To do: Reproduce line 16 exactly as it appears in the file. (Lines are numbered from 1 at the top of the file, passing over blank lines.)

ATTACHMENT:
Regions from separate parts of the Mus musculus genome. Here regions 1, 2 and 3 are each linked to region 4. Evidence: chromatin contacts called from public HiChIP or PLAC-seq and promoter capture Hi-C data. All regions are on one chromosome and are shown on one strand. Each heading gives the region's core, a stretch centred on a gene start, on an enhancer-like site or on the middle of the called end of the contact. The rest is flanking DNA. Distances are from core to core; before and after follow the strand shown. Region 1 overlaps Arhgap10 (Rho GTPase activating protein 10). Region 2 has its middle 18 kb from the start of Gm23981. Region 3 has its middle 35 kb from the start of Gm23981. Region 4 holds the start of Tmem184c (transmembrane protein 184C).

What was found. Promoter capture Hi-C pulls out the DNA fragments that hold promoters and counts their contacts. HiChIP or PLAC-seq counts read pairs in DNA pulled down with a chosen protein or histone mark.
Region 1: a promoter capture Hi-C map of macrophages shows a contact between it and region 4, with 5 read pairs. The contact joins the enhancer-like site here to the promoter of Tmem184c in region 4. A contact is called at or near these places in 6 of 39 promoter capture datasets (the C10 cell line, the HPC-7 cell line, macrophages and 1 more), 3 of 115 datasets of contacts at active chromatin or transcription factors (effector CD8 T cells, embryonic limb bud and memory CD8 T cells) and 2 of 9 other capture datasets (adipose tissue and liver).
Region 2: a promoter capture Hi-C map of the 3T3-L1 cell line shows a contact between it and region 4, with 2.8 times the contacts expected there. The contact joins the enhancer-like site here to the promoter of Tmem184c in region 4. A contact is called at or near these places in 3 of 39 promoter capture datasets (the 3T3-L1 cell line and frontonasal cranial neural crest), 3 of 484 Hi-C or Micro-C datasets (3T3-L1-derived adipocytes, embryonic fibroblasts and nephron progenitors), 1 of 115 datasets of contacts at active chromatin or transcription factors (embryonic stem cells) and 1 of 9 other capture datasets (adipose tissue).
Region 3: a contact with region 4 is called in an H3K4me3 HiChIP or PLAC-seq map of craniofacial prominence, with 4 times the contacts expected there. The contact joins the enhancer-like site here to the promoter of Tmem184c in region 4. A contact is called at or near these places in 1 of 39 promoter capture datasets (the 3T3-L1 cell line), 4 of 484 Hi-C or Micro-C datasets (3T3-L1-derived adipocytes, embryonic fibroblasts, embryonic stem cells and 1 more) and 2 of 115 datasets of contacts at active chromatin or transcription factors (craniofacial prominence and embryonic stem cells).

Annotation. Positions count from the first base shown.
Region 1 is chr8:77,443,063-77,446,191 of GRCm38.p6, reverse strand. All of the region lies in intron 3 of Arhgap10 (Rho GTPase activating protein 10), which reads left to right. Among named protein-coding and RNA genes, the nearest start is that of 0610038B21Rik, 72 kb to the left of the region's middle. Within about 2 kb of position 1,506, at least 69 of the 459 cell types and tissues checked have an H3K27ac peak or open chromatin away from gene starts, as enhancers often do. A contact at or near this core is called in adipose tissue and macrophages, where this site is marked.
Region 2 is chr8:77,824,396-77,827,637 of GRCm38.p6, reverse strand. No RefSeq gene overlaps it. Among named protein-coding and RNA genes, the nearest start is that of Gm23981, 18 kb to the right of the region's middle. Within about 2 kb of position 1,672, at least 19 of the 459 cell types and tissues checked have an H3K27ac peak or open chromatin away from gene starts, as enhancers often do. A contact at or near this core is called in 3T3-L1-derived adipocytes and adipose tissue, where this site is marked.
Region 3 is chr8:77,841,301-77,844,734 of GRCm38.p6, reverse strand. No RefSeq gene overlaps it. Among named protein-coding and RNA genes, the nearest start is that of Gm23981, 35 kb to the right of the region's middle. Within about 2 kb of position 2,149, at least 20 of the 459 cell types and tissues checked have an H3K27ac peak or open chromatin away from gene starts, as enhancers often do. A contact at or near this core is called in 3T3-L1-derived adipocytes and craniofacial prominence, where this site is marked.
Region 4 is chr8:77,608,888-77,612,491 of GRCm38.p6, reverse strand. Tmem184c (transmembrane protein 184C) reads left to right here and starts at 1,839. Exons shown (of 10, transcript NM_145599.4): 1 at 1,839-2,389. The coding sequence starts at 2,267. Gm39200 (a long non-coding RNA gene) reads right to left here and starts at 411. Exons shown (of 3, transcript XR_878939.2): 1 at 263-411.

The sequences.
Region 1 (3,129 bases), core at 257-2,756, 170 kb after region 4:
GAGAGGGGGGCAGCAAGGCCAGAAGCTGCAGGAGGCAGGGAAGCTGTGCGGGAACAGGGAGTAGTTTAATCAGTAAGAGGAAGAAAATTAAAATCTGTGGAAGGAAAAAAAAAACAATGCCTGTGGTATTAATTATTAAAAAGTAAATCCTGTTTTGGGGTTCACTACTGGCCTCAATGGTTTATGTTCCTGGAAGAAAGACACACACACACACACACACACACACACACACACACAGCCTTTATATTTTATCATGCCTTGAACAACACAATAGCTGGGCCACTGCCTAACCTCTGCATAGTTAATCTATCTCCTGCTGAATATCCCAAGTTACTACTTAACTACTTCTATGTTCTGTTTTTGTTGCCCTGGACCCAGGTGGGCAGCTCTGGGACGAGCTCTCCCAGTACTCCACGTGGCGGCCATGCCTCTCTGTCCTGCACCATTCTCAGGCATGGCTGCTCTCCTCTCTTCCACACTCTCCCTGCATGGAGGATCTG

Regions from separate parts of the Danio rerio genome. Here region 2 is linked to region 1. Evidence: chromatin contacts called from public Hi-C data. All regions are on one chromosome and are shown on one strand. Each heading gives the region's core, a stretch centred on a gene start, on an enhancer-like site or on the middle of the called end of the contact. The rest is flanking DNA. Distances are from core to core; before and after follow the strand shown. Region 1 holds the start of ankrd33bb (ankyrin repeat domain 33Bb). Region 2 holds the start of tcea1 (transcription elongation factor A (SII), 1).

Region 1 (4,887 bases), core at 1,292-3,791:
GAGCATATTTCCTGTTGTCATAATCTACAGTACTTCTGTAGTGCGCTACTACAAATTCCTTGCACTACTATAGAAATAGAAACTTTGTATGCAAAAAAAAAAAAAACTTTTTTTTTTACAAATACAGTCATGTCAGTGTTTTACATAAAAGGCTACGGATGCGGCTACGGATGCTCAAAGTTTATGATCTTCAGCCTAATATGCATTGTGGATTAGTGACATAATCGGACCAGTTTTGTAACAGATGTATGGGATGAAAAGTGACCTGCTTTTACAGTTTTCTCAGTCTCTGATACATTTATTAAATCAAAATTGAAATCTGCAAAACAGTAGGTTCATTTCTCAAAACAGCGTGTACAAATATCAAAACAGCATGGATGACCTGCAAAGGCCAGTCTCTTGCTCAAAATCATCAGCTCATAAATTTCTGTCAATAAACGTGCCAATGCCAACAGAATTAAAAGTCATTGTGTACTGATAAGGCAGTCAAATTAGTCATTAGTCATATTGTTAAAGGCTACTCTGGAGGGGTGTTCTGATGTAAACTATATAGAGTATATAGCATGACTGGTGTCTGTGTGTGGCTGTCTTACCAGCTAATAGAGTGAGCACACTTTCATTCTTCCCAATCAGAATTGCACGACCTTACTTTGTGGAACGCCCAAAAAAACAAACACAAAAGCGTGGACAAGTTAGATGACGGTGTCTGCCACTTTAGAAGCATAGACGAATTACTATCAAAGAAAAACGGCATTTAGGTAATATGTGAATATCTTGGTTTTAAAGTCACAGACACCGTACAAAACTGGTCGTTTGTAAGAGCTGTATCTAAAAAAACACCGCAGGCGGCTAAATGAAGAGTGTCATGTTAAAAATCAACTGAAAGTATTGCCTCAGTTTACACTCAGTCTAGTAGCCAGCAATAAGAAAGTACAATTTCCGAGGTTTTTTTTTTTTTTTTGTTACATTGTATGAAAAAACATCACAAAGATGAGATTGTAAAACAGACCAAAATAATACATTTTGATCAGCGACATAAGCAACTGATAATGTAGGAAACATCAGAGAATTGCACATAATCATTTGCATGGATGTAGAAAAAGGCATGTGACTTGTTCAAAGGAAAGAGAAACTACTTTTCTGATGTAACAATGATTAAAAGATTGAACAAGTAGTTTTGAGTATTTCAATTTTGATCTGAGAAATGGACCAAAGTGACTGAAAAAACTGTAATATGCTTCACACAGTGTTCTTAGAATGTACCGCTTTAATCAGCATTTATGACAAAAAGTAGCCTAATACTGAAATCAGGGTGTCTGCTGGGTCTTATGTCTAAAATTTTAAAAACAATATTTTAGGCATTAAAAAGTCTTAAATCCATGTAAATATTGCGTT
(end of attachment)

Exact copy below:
GAGCATATTTCCTGTTGTCATAATCTACAGTACTTCTGTAGTGCGCTACTACAAATTCCTTGCACTACTATAGAAATAGAAACTTTGTATGCAAAAAAAAAAAAAACTTTTTTTTTTACAAATACAGTCATGTCAGTGTTTTACATAAAAGGCTACGGATGCGGCTACGGATGCTCAAAGTTTATGATCTTCAGCCTAATATGCATTGTGGATTAGTGACATAATCGGACCAGTTTTGTAACAGATGTATGGGATGAAAAGTGACCTGCTTTTACAGTTTTCTCAGTCTCTGATACATTTATTAAATCAAAATTGAAATCTGCAAAACAGTAGGTTCATTTCTCAAAACAGCGTGTACAAATATCAAAACAGCATGGATGACCTGCAAAGGCCAGTCTCTTGCTCAAAATCATCAGCTCATAAATTTCTGTCAATAAACGTGCCAATGCCAACAGAATTAAAAGTCATTGTGTACTGATAAGGCAGTCAAATTAGTCATTAGTCATATTGTTAAAGGCTACTCTGGAGGGGTGTTCTGATGTAAACTATATAGAGTATATAGCATGACTGGTGTCTGTGTGTGGCTGTCTTACCAGCTAATAGAGTGAGCACACTTTCATTCTTCCCAATCAGAATTGCACGACCTTACTTTGTGGAACGCCCAAAAAAACAAACACAAAAGCGTGGACAAGTTAGATGACGGTGTCTGCCACTTTAGAAGCATAGACGAATTACTATCAAAGAAAAACGGCATTTAGGTAATATGTGAATATCTTGGTTTTAAAGTCACAGACACCGTACAAAACTGGTCGTTTGTAAGAGCTGTATCTAAAAAAACACCGCAGGCGGCTAAATGAAGAGTGTCATGTTAAAAATCAACTGAAAGTATTGCCTCAGTTTACACTCAGTCTAGTAGCCAGCAATAAGAAAGTACAATTTCCGAGGTTTTTTTTTTTTTTTTGTTACATTGTATGAAAAAACATCACAAAGATGAGATTGTAAAACAGACCAAAATAATACATTTTGATCAGCGACATAAGCAACTGATAATGTAGGAAACATCAGAGAATTGCACATAATCATTTGCATGGATGTAGAAAAAGGCATGTGACTTGTTCAAAGGAAAGAGAAACTACTTTTCTGATGTAACAATGATTAAAAGATTGAACAAGTAGTTTTGAGTATTTCAATTTTGATCTGAGAAATGGACCAAAGTGACTGAAAAAACTGTAATATGCTTCACACAGTGTTCTTAGAATGTACCGCTTTAATCAGCATTTATGACAAAAAGTAGCCTAATACTGAAATCAGGGTGTCTGCTGGGTCTTATGTCTAAAATTTTAAAAACAATATTTTAGGCATTAAAAAGTCTTAAATCCATGTAAATATTGCGTT